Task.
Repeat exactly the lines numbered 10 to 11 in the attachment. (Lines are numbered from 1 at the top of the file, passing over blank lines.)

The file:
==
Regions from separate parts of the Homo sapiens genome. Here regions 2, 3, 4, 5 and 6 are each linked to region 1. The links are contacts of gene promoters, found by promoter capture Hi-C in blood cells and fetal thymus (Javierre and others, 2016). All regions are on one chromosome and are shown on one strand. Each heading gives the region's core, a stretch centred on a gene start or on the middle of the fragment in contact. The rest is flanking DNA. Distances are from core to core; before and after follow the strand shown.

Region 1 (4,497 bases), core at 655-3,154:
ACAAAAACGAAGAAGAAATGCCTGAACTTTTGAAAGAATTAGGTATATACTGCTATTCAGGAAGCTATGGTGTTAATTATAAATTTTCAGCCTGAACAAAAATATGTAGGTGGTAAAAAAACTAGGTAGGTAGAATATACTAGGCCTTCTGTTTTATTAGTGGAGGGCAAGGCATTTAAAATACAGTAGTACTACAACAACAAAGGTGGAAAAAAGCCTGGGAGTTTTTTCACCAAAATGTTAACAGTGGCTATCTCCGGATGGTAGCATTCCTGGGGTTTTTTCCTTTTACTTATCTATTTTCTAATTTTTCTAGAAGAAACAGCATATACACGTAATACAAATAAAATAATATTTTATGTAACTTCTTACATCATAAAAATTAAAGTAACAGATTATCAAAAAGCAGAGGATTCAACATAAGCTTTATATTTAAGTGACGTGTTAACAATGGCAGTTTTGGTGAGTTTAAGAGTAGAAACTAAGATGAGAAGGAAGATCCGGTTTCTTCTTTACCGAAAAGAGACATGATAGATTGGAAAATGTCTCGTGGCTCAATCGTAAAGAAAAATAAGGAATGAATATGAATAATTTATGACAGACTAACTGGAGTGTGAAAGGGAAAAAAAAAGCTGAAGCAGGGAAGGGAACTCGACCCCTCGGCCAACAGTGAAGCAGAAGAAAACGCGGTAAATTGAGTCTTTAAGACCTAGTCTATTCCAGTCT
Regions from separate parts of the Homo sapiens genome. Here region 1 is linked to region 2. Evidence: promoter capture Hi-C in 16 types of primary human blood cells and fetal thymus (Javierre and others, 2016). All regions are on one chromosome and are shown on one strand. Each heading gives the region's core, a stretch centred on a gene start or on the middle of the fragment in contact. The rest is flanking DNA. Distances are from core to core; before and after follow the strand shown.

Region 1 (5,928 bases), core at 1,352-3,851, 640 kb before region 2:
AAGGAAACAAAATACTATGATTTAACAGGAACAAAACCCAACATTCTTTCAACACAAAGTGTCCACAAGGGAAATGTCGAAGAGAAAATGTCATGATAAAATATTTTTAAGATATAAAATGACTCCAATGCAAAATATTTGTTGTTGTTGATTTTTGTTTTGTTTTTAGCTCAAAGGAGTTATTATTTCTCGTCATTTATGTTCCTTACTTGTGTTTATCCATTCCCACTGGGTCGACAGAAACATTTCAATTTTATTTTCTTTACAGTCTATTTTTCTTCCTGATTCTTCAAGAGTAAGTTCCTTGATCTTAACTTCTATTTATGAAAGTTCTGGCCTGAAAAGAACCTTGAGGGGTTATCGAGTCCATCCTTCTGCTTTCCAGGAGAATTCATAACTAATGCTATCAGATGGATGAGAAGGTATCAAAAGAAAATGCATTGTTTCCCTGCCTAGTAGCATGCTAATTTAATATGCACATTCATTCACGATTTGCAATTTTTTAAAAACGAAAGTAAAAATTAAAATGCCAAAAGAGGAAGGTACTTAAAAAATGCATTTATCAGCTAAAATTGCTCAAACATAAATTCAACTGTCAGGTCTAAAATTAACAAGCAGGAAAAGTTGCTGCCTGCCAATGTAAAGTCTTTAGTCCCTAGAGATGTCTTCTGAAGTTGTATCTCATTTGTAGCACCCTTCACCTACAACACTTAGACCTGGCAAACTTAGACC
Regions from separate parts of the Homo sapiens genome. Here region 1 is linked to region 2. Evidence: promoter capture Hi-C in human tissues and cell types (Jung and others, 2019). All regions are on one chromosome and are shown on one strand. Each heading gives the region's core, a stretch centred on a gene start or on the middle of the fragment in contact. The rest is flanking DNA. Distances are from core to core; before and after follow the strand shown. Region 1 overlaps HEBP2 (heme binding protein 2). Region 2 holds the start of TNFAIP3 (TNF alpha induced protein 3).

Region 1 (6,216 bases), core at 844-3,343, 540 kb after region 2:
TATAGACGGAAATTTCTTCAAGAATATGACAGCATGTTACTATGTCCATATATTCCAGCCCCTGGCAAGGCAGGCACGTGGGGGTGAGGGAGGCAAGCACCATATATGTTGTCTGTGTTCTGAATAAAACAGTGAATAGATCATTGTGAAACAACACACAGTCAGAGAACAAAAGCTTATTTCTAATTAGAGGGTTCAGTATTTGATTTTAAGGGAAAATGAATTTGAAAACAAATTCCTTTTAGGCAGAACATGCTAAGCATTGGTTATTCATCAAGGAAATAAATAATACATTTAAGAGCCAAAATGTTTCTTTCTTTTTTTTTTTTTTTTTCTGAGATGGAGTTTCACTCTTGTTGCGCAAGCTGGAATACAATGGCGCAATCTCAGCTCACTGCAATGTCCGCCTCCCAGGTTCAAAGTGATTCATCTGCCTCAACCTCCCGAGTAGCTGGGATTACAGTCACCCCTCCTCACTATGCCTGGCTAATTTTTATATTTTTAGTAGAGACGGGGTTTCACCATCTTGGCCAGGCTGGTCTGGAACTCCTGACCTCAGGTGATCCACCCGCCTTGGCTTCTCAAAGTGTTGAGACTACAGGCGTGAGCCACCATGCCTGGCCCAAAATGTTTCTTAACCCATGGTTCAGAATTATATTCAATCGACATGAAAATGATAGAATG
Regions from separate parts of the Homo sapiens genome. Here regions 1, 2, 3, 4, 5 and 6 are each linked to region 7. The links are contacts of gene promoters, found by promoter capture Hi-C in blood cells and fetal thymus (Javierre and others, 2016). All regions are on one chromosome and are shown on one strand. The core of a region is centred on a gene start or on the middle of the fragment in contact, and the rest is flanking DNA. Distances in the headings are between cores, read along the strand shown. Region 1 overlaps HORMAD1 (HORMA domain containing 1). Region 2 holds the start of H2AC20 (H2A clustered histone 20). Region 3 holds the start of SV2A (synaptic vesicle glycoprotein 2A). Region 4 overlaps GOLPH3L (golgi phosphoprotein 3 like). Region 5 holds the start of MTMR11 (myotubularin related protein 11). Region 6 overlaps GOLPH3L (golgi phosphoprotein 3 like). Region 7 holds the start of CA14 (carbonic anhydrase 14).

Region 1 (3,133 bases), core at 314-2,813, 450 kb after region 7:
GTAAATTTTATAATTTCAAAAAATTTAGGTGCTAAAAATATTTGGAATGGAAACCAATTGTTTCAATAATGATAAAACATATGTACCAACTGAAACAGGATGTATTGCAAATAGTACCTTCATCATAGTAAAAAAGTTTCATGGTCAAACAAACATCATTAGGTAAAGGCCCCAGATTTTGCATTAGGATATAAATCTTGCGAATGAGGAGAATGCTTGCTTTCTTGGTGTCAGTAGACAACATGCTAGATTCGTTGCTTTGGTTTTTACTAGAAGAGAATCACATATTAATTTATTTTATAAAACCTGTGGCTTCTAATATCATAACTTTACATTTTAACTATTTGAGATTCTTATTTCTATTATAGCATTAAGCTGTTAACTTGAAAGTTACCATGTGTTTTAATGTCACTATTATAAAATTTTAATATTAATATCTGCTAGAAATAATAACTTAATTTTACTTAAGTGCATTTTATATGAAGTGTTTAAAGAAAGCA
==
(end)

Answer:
Regions from separate parts of the Homo sapiens genome. Here regions 1, 2, 3, 4, 5 and 6 are each linked to region 7. The links are contacts of gene promoters, found by promoter capture Hi-C in blood cells and fetal thymus (Javierre and others, 2016). All regions are on one chromosome and are shown on one strand. The core of a region is centred on a gene start or on the middle of the fragment in contact, and the rest is flanking DNA. Distances in the headings are between cores, read along the strand shown. Region 1 overlaps HORMAD1 (HORMA domain containing 1). Region 2 holds the start of H2AC20 (H2A clustered histone 20). Region 3 holds the start of SV2A (synaptic vesicle glycoprotein 2A). Region 4 overlaps GOLPH3L (golgi phosphoprotein 3 like). Region 5 holds the start of MTMR11 (myotubularin related protein 11). Region 6 overlaps GOLPH3L (golgi phosphoprotein 3 like). Region 7 holds the start of CA14 (carbonic anhydrase 14).

Region 1 (3,133 bases), core at 314-2,813, 450 kb after region 7: